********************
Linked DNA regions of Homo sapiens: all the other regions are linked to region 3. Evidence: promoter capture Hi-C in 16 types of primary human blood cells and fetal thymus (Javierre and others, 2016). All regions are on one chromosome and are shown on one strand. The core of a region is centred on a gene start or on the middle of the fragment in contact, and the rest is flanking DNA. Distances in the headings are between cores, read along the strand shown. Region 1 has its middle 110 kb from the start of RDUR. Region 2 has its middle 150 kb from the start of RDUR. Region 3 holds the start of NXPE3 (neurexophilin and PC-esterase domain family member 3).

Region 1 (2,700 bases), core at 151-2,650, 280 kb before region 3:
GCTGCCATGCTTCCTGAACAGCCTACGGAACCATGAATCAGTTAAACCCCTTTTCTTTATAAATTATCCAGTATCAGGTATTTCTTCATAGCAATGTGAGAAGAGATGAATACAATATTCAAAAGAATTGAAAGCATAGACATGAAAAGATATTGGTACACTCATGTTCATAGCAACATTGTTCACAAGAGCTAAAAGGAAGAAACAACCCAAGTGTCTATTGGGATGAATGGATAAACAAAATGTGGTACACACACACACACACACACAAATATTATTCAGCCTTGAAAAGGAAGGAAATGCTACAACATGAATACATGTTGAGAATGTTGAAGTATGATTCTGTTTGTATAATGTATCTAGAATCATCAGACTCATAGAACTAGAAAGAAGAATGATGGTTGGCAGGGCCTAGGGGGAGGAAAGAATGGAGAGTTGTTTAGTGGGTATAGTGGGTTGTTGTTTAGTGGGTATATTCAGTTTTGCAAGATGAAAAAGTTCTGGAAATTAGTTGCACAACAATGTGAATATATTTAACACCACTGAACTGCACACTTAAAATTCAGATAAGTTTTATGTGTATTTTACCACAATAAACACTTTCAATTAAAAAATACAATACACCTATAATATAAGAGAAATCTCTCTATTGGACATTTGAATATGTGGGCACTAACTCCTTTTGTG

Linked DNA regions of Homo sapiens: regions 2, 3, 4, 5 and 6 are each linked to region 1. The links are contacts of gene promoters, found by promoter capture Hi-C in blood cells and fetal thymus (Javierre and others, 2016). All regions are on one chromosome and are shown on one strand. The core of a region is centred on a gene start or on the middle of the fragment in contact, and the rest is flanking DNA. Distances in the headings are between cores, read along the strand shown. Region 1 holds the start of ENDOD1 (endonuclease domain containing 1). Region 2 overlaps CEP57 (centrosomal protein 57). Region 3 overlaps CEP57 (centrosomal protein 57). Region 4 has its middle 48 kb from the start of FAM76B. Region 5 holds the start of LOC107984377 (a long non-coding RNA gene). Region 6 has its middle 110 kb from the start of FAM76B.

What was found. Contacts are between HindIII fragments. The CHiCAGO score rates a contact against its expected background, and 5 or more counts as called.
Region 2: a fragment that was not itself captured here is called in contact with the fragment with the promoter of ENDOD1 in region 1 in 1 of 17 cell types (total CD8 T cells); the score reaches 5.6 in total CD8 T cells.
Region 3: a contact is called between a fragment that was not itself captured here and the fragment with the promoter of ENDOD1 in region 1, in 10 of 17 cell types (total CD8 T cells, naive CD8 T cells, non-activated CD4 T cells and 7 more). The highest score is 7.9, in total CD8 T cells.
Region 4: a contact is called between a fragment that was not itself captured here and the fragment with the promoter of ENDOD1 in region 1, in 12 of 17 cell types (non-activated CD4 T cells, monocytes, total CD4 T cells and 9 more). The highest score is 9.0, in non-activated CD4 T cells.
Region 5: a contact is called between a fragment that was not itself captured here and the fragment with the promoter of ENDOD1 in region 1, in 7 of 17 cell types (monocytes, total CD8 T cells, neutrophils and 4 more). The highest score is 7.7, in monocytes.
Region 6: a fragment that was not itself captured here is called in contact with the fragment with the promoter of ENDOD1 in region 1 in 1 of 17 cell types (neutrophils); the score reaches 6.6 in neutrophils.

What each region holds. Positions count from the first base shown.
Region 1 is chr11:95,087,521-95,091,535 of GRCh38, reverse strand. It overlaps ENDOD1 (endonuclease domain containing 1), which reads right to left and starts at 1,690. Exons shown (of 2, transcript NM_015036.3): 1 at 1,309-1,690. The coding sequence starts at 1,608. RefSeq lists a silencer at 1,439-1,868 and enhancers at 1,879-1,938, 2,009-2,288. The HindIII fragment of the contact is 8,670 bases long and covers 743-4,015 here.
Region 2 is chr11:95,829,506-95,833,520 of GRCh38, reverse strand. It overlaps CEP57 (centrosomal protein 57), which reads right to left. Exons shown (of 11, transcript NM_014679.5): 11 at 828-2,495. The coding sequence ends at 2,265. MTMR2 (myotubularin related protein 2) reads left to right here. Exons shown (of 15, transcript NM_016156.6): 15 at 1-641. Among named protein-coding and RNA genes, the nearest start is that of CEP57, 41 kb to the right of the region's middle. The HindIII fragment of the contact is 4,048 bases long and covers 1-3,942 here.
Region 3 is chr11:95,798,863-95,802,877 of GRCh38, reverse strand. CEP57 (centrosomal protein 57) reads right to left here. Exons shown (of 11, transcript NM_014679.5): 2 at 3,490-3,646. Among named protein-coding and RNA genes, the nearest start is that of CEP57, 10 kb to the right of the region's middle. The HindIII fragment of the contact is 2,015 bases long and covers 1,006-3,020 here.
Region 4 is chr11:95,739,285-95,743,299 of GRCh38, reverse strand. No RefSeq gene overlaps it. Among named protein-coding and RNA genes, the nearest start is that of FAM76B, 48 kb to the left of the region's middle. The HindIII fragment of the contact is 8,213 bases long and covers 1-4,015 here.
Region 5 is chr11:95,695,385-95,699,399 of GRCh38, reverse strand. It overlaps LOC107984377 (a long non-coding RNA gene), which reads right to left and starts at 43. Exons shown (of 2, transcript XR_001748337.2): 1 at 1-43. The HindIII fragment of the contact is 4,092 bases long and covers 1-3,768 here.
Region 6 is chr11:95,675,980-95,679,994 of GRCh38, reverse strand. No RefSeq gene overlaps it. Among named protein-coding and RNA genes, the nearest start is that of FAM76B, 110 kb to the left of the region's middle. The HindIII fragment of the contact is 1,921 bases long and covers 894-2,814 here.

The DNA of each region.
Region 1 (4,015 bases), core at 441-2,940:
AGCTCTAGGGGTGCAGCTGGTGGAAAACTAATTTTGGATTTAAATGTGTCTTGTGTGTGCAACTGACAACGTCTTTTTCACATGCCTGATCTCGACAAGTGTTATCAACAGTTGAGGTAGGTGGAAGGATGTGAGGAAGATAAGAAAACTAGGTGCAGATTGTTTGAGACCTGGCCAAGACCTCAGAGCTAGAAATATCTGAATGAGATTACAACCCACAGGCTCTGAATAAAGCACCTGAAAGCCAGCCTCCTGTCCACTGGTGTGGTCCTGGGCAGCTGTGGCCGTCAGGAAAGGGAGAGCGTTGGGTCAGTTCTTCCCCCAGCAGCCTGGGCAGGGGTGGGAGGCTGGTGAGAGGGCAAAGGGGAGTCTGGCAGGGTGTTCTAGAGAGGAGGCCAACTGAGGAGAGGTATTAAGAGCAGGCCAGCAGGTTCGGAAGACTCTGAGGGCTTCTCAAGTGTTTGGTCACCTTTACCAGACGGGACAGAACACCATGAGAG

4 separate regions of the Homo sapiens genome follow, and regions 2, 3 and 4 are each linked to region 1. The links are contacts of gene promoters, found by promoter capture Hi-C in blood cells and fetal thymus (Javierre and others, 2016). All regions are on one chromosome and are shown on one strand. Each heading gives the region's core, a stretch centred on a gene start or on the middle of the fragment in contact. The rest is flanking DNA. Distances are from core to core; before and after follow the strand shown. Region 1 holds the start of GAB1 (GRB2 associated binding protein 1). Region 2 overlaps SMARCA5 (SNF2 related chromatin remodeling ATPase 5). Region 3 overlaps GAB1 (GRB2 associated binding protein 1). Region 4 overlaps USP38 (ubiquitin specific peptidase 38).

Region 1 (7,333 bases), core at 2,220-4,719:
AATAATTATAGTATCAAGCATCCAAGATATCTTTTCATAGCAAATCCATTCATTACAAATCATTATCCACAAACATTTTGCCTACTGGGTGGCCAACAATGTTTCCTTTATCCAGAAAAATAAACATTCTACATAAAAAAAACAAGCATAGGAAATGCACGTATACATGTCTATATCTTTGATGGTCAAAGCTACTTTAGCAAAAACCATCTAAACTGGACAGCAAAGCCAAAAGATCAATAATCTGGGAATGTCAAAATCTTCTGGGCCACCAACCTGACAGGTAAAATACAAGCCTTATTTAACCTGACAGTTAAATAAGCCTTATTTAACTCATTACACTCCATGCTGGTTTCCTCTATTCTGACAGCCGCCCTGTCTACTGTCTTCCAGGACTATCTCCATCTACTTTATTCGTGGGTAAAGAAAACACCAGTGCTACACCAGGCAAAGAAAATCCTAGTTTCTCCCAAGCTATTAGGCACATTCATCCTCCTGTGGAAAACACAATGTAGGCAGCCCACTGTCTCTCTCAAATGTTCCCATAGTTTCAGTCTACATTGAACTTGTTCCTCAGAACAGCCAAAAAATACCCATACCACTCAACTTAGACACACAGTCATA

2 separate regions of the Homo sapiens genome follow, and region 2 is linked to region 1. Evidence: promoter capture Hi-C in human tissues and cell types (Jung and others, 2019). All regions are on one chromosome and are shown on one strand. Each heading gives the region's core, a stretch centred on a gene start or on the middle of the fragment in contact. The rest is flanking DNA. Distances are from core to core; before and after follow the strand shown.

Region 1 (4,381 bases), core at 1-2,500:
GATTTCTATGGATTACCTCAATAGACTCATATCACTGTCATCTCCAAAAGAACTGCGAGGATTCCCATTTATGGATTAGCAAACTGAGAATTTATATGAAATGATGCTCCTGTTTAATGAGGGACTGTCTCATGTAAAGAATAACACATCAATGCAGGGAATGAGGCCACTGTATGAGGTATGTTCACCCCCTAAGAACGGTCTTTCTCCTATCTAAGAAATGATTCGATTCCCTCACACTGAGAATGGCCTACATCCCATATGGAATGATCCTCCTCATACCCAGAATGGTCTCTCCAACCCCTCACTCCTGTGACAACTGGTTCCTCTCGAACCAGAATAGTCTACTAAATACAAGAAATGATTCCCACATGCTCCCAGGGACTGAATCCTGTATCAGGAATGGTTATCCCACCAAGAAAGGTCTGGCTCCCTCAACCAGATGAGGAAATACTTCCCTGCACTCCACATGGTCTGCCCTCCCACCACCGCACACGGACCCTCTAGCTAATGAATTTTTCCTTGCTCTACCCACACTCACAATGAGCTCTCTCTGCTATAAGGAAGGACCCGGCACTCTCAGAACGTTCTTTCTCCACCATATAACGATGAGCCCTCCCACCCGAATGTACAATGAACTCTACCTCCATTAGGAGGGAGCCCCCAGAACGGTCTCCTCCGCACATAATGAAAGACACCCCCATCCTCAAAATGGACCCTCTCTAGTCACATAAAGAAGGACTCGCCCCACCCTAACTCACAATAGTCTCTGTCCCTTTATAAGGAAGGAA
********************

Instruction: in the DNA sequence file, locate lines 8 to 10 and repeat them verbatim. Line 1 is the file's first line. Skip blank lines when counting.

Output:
Region 4: a contact is called between a fragment that was not itself captured here and the fragment with the promoter of ENDOD1 in region 1, in 12 of 17 cell types (non-activated CD4 T cells, monocytes, total CD4 T cells and 9 more). The highest score is 9.0, in non-activated CD4 T cells.
Region 5: a contact is called between a fragment that was not itself captured here and the fragment with the promoter of ENDOD1 in region 1, in 7 of 17 cell types (monocytes, total CD8 T cells, neutrophils and 4 more). The highest score is 7.7, in monocytes.
Region 6: a fragment that was not itself captured here is called in contact with the fragment with the promoter of ENDOD1 in region 1 in 1 of 17 cell types (neutrophils); the score reaches 6.6 in neutrophils.